I had been carrying some anger and bitterness about our family’s unforeseen journey into the world of autism. That day, my peace came. I was loved and my daughter was loved, and sometimes the bigger miracle is a life well-lived, anchored in Jesus with or without a disability or difference amidst the challenges of life.

These pools were not ritual cleansing pools; these pools were pagan/Gentile, so those at the pools were outsiders and marginalized. I remember as a young mom in my early 30’s asking God, “Why don’t you heal my daughter?” “Why did you heal so many, and how did you choose who to heal?” The story of the pools of Bethesda was triggering to me as a young child and especially when my child was diagnosed with autism. How does God choose?

Are You Helping Families with Differences and Disabilities Encounter Jesus?

Our church experience was a mixed experience that had profound impacts on my walk with God and on my daughter, Sydney, who was diagnosed on the autism spectrum in 2005/2006. I was angry at God for many years wondering, “Why?” Well-meaning individuals offered me answers that sadly sounded like Job’s friends.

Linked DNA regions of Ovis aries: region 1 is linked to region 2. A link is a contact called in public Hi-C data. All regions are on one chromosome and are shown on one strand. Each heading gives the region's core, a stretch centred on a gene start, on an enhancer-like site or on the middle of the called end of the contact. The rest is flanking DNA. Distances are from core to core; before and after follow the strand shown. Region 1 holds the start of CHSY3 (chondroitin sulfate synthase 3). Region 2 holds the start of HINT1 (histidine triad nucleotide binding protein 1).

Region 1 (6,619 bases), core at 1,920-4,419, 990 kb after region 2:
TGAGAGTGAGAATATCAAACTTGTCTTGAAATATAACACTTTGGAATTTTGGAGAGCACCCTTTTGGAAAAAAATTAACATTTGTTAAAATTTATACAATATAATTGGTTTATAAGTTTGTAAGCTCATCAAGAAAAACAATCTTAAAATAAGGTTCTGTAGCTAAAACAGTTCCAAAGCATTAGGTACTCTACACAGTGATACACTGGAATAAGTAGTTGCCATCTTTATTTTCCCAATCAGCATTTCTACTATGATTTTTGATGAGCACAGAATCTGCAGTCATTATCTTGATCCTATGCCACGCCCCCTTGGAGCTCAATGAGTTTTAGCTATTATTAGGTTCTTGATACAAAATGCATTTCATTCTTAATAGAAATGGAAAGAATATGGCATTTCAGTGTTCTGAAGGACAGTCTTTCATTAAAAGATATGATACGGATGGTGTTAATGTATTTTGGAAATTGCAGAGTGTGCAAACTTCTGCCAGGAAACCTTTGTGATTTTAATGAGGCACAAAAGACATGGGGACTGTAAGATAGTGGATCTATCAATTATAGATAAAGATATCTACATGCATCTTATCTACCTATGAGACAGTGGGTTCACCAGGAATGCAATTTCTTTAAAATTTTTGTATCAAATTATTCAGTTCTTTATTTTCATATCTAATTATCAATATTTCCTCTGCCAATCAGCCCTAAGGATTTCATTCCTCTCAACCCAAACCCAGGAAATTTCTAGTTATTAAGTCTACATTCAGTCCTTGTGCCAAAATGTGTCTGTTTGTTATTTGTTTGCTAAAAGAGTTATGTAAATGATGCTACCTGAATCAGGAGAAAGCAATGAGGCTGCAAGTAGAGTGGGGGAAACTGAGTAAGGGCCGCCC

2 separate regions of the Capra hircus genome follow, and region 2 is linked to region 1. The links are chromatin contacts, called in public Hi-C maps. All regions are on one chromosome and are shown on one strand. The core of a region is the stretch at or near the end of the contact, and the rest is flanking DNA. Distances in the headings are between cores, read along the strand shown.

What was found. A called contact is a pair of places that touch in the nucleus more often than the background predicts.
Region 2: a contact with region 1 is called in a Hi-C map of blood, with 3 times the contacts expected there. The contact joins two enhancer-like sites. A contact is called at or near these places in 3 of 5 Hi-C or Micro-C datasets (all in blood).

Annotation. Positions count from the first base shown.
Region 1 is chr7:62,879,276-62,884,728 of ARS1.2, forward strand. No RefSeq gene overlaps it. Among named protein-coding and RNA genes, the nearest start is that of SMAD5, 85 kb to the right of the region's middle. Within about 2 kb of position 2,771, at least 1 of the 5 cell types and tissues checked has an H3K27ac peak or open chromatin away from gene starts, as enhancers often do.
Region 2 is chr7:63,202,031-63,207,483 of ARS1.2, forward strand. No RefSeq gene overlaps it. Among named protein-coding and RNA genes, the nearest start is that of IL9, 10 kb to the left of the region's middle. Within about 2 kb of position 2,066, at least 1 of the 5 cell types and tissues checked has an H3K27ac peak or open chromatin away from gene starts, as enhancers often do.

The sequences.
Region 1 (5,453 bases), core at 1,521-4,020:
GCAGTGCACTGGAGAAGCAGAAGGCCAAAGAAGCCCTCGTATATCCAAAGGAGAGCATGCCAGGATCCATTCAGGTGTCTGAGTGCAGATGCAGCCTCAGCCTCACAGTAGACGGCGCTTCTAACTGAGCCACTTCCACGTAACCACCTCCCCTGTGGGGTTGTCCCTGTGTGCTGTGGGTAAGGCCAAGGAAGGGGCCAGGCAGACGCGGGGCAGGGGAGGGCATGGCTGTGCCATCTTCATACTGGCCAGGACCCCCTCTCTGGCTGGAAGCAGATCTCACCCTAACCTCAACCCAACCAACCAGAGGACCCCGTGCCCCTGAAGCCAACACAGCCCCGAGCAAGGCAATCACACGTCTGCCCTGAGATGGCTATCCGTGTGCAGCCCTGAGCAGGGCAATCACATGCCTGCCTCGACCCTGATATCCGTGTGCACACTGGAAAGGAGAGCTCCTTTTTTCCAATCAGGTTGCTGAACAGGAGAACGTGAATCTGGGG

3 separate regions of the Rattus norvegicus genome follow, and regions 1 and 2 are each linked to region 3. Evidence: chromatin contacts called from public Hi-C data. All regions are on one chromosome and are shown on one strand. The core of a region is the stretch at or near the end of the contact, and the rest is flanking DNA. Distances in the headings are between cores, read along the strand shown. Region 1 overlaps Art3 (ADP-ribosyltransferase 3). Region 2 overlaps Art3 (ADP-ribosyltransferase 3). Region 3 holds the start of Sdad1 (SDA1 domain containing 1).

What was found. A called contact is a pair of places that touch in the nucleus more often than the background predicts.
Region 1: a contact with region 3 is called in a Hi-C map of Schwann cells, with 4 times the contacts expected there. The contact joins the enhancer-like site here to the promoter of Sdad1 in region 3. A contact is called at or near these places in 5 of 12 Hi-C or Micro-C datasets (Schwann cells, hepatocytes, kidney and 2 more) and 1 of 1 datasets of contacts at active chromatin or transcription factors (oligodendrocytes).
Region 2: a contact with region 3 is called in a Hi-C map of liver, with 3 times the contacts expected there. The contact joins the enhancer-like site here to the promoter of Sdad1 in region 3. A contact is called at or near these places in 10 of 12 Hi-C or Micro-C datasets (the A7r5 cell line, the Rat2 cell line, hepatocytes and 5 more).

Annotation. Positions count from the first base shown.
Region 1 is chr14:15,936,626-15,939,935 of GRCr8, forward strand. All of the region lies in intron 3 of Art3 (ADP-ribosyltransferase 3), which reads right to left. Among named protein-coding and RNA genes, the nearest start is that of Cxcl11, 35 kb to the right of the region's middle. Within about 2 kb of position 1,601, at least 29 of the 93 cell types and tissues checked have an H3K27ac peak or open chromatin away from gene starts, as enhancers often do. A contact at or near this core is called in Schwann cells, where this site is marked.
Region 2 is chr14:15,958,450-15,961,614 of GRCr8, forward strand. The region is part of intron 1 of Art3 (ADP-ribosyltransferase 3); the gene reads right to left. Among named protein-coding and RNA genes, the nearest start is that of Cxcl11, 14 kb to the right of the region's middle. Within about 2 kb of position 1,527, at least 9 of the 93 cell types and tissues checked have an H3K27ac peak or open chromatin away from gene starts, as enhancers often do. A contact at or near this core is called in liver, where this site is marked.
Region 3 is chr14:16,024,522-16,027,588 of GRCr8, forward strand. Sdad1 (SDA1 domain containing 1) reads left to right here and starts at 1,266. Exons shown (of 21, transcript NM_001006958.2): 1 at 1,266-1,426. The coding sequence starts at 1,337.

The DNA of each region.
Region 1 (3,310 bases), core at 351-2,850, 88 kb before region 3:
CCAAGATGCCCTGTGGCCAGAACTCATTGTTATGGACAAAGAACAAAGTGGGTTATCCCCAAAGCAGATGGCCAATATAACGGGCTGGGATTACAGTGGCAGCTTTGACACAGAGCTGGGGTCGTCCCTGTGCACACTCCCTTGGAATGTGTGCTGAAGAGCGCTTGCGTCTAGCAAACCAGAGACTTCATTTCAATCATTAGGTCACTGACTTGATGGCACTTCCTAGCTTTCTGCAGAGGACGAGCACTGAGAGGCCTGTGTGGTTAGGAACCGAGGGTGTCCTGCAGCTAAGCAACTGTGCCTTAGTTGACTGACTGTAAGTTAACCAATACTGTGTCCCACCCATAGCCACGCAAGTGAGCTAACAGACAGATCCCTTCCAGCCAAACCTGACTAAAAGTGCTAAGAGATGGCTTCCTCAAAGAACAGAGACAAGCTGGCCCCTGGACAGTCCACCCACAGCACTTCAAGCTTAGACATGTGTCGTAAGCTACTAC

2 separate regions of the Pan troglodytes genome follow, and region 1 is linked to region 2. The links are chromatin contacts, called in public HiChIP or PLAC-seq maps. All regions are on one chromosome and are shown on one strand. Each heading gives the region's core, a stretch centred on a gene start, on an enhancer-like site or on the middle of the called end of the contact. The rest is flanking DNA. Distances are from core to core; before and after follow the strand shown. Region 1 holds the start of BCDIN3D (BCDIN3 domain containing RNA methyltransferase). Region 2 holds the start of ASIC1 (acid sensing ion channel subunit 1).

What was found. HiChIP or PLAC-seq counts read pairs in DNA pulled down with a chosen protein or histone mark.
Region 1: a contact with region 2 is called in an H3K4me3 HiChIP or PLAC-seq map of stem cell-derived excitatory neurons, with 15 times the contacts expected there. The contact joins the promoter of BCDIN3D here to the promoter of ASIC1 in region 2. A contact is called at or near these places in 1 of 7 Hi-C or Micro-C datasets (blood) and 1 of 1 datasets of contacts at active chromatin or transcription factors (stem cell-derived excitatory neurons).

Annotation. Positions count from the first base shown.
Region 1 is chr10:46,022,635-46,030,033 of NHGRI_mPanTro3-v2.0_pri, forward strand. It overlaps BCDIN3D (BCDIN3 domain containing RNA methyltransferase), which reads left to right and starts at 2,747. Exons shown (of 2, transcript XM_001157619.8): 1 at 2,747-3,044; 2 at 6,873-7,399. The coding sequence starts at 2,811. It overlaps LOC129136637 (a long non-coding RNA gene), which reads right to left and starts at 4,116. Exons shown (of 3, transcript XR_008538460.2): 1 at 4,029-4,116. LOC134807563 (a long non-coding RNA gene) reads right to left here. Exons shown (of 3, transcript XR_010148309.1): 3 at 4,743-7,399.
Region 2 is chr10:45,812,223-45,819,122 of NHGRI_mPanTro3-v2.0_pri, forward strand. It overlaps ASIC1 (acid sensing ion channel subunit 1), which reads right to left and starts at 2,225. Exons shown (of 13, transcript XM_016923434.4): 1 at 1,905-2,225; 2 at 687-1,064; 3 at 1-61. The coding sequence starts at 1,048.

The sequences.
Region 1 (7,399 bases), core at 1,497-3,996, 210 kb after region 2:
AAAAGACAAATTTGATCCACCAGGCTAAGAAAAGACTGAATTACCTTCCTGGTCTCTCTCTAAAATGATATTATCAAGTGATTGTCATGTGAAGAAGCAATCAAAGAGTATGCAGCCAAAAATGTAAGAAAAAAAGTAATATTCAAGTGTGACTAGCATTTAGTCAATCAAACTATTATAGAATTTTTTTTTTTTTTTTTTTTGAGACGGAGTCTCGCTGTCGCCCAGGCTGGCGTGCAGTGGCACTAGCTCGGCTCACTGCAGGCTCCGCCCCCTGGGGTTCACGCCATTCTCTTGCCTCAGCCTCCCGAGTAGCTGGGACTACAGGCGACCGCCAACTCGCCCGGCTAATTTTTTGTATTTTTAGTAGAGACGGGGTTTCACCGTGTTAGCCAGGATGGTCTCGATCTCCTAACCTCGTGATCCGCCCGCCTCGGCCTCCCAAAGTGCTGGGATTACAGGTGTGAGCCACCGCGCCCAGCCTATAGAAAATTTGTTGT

Maybe I was being punished.

Maybe I had unconfessed sin in my life.

Maybe I should have remained infertile.

Maybe God chose us to suffer to make an impact on the world.

Maybe God chose her to suffer so that she would have some impact on the world.

My daughter would experience exclusion, and people would misunderstand her. At the age of 8, she once declared she no longer wanted to go to church, and she did not believe in God! How does an 8 year old have a faith crisis? From week to week, it was hit or miss if her number, 27, would flash on the screen or if an usher would come get me to remove her from the classroom. I spiraled into my own faith crisis.